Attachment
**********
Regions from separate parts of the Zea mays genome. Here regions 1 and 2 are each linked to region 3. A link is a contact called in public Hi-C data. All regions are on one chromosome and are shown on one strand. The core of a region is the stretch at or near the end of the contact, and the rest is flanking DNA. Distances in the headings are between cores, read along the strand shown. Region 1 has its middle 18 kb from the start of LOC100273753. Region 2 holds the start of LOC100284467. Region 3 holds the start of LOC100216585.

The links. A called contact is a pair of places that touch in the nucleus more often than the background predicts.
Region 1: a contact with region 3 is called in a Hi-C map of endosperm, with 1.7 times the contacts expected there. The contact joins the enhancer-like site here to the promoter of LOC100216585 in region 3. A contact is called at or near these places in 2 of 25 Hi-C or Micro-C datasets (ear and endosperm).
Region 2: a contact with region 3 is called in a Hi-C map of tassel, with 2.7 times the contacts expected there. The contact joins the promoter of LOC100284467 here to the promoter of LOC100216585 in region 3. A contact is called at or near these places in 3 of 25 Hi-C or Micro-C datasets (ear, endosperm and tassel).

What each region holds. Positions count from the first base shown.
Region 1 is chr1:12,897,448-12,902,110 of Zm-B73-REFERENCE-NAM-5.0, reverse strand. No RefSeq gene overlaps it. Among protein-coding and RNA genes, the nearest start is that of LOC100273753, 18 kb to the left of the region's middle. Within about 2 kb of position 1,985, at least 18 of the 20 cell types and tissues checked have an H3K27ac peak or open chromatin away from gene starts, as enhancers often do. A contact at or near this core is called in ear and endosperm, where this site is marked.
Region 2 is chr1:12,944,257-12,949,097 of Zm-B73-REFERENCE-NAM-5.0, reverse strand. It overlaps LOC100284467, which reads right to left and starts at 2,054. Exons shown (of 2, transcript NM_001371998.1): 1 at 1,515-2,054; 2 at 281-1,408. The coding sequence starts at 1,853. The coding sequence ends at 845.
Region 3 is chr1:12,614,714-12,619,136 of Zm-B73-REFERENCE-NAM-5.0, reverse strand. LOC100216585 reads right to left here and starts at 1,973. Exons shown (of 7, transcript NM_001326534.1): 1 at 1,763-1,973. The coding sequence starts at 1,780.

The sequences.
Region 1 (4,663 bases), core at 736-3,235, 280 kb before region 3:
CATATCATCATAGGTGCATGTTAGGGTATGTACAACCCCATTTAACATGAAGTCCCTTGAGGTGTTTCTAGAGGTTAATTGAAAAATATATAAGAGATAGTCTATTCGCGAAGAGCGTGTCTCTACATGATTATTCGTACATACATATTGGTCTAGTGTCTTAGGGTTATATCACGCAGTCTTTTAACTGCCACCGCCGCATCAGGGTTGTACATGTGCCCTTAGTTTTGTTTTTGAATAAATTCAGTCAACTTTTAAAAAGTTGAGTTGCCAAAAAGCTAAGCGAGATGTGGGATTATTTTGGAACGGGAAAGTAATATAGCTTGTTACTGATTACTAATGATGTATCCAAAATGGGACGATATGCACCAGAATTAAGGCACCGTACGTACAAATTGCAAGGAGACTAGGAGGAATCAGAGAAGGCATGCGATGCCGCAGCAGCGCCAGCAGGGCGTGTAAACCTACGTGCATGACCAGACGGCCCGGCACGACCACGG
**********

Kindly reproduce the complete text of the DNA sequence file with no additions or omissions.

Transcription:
Regions from separate parts of the Zea mays genome. Here regions 1 and 2 are each linked to region 3. A link is a contact called in public Hi-C data. All regions are on one chromosome and are shown on one strand. The core of a region is the stretch at or near the end of the contact, and the rest is flanking DNA. Distances in the headings are between cores, read along the strand shown. Region 1 has its middle 18 kb from the start of LOC100273753. Region 2 holds the start of LOC100284467. Region 3 holds the start of LOC100216585.

The links. A called contact is a pair of places that touch in the nucleus more often than the background predicts.
Region 1: a contact with region 3 is called in a Hi-C map of endosperm, with 1.7 times the contacts expected there. The contact joins the enhancer-like site here to the promoter of LOC100216585 in region 3. A contact is called at or near these places in 2 of 25 Hi-C or Micro-C datasets (ear and endosperm).
Region 2: a contact with region 3 is called in a Hi-C map of tassel, with 2.7 times the contacts expected there. The contact joins the promoter of LOC100284467 here to the promoter of LOC100216585 in region 3. A contact is called at or near these places in 3 of 25 Hi-C or Micro-C datasets (ear, endosperm and tassel).

What each region holds. Positions count from the first base shown.
Region 1 is chr1:12,897,448-12,902,110 of Zm-B73-REFERENCE-NAM-5.0, reverse strand. No RefSeq gene overlaps it. Among protein-coding and RNA genes, the nearest start is that of LOC100273753, 18 kb to the left of the region's middle. Within about 2 kb of position 1,985, at least 18 of the 20 cell types and tissues checked have an H3K27ac peak or open chromatin away from gene starts, as enhancers often do. A contact at or near this core is called in ear and endosperm, where this site is marked.
Region 2 is chr1:12,944,257-12,949,097 of Zm-B73-REFERENCE-NAM-5.0, reverse strand. It overlaps LOC100284467, which reads right to left and starts at 2,054. Exons shown (of 2, transcript NM_001371998.1): 1 at 1,515-2,054; 2 at 281-1,408. The coding sequence starts at 1,853. The coding sequence ends at 845.
Region 3 is chr1:12,614,714-12,619,136 of Zm-B73-REFERENCE-NAM-5.0, reverse strand. LOC100216585 reads right to left here and starts at 1,973. Exons shown (of 7, transcript NM_001326534.1): 1 at 1,763-1,973. The coding sequence starts at 1,780.

The sequences.
Region 1 (4,663 bases), core at 736-3,235, 280 kb before region 3:
CATATCATCATAGGTGCATGTTAGGGTATGTACAACCCCATTTAACATGAAGTCCCTTGAGGTGTTTCTAGAGGTTAATTGAAAAATATATAAGAGATAGTCTATTCGCGAAGAGCGTGTCTCTACATGATTATTCGTACATACATATTGGTCTAGTGTCTTAGGGTTATATCACGCAGTCTTTTAACTGCCACCGCCGCATCAGGGTTGTACATGTGCCCTTAGTTTTGTTTTTGAATAAATTCAGTCAACTTTTAAAAAGTTGAGTTGCCAAAAAGCTAAGCGAGATGTGGGATTATTTTGGAACGGGAAAGTAATATAGCTTGTTACTGATTACTAATGATGTATCCAAAATGGGACGATATGCACCAGAATTAAGGCACCGTACGTACAAATTGCAAGGAGACTAGGAGGAATCAGAGAAGGCATGCGATGCCGCAGCAGCGCCAGCAGGGCGTGTAAACCTACGTGCATGACCAGACGGCCCGGCACGACCACGG